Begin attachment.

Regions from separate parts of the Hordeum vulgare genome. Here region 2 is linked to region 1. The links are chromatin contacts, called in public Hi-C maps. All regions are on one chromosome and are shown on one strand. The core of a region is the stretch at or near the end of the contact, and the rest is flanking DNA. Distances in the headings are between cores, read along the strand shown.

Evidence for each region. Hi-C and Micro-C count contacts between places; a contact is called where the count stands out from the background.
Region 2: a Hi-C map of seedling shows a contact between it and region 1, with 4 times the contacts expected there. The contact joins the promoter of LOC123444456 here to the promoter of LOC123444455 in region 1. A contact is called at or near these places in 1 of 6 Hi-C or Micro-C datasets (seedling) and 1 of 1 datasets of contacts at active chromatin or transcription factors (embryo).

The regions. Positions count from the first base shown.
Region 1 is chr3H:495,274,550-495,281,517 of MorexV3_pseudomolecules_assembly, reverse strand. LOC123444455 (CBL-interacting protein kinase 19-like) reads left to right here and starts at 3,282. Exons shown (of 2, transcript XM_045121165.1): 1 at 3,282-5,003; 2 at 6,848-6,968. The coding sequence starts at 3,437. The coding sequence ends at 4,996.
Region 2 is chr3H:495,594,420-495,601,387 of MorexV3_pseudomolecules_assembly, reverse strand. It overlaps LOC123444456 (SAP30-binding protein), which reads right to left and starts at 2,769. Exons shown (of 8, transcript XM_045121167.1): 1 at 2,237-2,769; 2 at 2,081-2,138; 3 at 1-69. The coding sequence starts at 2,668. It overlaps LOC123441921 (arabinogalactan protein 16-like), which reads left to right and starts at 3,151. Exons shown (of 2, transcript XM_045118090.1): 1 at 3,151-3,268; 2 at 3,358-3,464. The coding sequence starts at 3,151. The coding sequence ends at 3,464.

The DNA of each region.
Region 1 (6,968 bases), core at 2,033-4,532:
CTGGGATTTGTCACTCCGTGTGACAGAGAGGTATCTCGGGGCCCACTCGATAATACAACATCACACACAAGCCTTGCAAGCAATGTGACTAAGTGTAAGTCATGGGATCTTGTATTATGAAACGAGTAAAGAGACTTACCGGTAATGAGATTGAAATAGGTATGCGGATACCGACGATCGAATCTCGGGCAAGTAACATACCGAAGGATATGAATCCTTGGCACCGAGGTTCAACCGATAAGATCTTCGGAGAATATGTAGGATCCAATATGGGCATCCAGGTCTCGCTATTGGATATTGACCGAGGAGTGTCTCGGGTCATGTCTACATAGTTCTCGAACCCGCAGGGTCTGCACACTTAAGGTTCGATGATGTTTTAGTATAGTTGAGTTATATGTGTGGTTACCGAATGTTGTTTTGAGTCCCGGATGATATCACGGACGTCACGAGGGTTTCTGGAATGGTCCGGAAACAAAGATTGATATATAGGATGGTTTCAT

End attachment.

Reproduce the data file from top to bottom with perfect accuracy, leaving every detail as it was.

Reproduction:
Regions from separate parts of the Hordeum vulgare genome. Here region 2 is linked to region 1. The links are chromatin contacts, called in public Hi-C maps. All regions are on one chromosome and are shown on one strand. The core of a region is the stretch at or near the end of the contact, and the rest is flanking DNA. Distances in the headings are between cores, read along the strand shown.

Evidence for each region. Hi-C and Micro-C count contacts between places; a contact is called where the count stands out from the background.
Region 2: a Hi-C map of seedling shows a contact between it and region 1, with 4 times the contacts expected there. The contact joins the promoter of LOC123444456 here to the promoter of LOC123444455 in region 1. A contact is called at or near these places in 1 of 6 Hi-C or Micro-C datasets (seedling) and 1 of 1 datasets of contacts at active chromatin or transcription factors (embryo).

The regions. Positions count from the first base shown.
Region 1 is chr3H:495,274,550-495,281,517 of MorexV3_pseudomolecules_assembly, reverse strand. LOC123444455 (CBL-interacting protein kinase 19-like) reads left to right here and starts at 3,282. Exons shown (of 2, transcript XM_045121165.1): 1 at 3,282-5,003; 2 at 6,848-6,968. The coding sequence starts at 3,437. The coding sequence ends at 4,996.
Region 2 is chr3H:495,594,420-495,601,387 of MorexV3_pseudomolecules_assembly, reverse strand. It overlaps LOC123444456 (SAP30-binding protein), which reads right to left and starts at 2,769. Exons shown (of 8, transcript XM_045121167.1): 1 at 2,237-2,769; 2 at 2,081-2,138; 3 at 1-69. The coding sequence starts at 2,668. It overlaps LOC123441921 (arabinogalactan protein 16-like), which reads left to right and starts at 3,151. Exons shown (of 2, transcript XM_045118090.1): 1 at 3,151-3,268; 2 at 3,358-3,464. The coding sequence starts at 3,151. The coding sequence ends at 3,464.

The DNA of each region.
Region 1 (6,968 bases), core at 2,033-4,532:
CTGGGATTTGTCACTCCGTGTGACAGAGAGGTATCTCGGGGCCCACTCGATAATACAACATCACACACAAGCCTTGCAAGCAATGTGACTAAGTGTAAGTCATGGGATCTTGTATTATGAAACGAGTAAAGAGACTTACCGGTAATGAGATTGAAATAGGTATGCGGATACCGACGATCGAATCTCGGGCAAGTAACATACCGAAGGATATGAATCCTTGGCACCGAGGTTCAACCGATAAGATCTTCGGAGAATATGTAGGATCCAATATGGGCATCCAGGTCTCGCTATTGGATATTGACCGAGGAGTGTCTCGGGTCATGTCTACATAGTTCTCGAACCCGCAGGGTCTGCACACTTAAGGTTCGATGATGTTTTAGTATAGTTGAGTTATATGTGTGGTTACCGAATGTTGTTTTGAGTCCCGGATGATATCACGGACGTCACGAGGGTTTCTGGAATGGTCCGGAAACAAAGATTGATATATAGGATGGTTTCAT